I first met Jerry Bridges and his wife, Jane, at the Canadian Carey Conference in the Summer of 1997. He and I were on the schedule to speak, and although of course I already knew of him from his books I was happy finally to meet him. My family and I were treated that week to hear the preview of his work on the fear of God which he was then preparing for written form.

The memorable event of the week was on a personal level. A high spirit of competition arose between the Canadians and the few of us Americans who were there, and it reached its high point in a tense international competition – a blind taste test to determine which were better, Canadian or American Oreo cookies. My wife and I along with the Bridges and some from Canada were contestants, and I am proud to say that Americans win even on such a level as this.

There were of course many laughs and much fun, and getting to know him that week both in his public ministry and on a personal level was a treat. Over the years since, our paths would cross at various times – at the John Bunyan Conference where we had him speak for us a couple years, at our church, in other conferences, and of course via email. With each book my appreciation of him increased – in his speaking and his writing he displayed that wonderful blend of simplicity and theological precision for which he is well known.

Several characteristics of his stood out to me in all the years since we met. One is faithfulness. You could not know Jerry and not be struck with his sincere determination to follow Christ. His “pursuit of holiness” was genuine and heartfelt – when you read his books given to the topic of practical godliness you could always be sure that this was something the author himself was keen to pursue in practice himself.

One aspect of Jerry’s faithfulness was his dedication to study and writing ministry. His steady production of quality books – which he viewed as the ministry God had given him – testifies to long hours of prayerful study. To the very end he would email and ask for prayer for God’s enablement in his preparations.

One year as I picked him up at the airport for the conference I asked if he could remain on and preach for us at church also the following Sunday. It was not on the original plans, but schedules had suddenly changed, and we hoped he could come. He immediately accepted – as a matter of conviction, he explained. He had determined – at least in those years before his declining health – that he should and would take such opportunities as he was able. And so, not having prepared ahead of time, he prepared his message and preached to our congregation with the Lord’s obvious blessing.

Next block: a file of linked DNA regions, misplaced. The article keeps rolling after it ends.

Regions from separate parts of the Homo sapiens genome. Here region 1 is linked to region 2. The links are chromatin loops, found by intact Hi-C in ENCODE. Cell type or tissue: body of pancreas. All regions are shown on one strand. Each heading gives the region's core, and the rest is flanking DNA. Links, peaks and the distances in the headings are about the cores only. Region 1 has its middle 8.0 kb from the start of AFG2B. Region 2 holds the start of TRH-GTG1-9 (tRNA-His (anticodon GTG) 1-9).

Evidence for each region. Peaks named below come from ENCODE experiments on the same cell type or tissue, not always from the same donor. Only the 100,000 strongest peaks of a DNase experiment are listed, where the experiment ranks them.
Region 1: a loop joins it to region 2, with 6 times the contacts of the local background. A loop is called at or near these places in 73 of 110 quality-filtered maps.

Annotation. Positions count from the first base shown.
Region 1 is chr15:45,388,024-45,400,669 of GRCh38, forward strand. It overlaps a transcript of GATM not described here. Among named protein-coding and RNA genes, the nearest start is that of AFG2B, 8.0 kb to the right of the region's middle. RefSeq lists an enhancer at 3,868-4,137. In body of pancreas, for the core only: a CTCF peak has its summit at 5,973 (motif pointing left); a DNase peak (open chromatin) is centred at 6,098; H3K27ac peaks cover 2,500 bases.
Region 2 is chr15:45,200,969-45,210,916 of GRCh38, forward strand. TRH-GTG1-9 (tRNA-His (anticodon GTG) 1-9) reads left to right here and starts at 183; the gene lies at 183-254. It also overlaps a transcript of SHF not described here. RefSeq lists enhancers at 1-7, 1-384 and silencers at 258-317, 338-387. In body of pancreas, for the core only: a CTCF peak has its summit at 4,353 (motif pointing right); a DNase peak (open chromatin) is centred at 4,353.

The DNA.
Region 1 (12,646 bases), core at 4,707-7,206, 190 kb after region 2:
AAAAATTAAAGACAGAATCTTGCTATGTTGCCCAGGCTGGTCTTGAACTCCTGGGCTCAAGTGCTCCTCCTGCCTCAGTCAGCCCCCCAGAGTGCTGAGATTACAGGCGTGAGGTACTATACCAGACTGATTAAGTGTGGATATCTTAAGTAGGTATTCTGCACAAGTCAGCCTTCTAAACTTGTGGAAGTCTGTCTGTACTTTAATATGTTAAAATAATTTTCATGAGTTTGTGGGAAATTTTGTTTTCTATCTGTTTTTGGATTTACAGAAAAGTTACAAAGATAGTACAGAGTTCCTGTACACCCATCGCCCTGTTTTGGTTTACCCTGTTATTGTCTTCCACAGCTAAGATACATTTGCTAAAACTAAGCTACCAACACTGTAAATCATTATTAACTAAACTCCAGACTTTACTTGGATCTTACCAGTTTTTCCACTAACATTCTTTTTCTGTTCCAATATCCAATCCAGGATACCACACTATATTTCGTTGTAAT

Another characteristic was his compassion. I don’t recall that I asked for it, but Jerry took it on himself to pray daily for our daughter, Gina, through the years of her suffering. We learned in those years the value of praying friends, and both his faithfulness and compassion were evident in his intercessory ministry for Gina and for us.

Gospel-centeredness of course was Jerry’s passion. He did not mind telling the story of his best-selling The Pursuit of Holiness. The book was scarcely off the press, and while teaching a series of lessons on the subject in a nearby church he recognized that it was lacking sufficient gospel-grounding and context – a matter which of course he famously remedied many times over in the following years.

And who could not notice Jerry’s humility? Honestly, I understand that he was made of the same stuff as the rest of us, and so I’m sure he struggled with pride like we all do. But here was one who had obviously succeeded in the struggle more than most, and it made his fellowship a delight.

A year or more ago I interviewed Jerry concerning his life and autobiography, and I have thought more recently with his declining health that I should interview him again. I wish I had. He was a dear brother, a model servant of Christ, and his impact can scarcely be measured except by God alone. Our Lord commands us to honor such men who speak the Word of God faithfully to us, and it is a joy to do so. We miss Jerry Bridges already, but we give God thanks for him and his life well lived.

Fred Zaspel (Ph.D., Free University of Amsterdam) is pastor at the Reformed Baptist Church of Franconia, PA. He is also Professor of Systematic Theology at Calvary Baptist Seminary in Lansdale, PA, and is the executive editor of Books At a Glance. He is the author of The Theology of B.B. Warfield: A Systematic Summary  andWarfield on the Christian Life: Living in Light of the Gospel.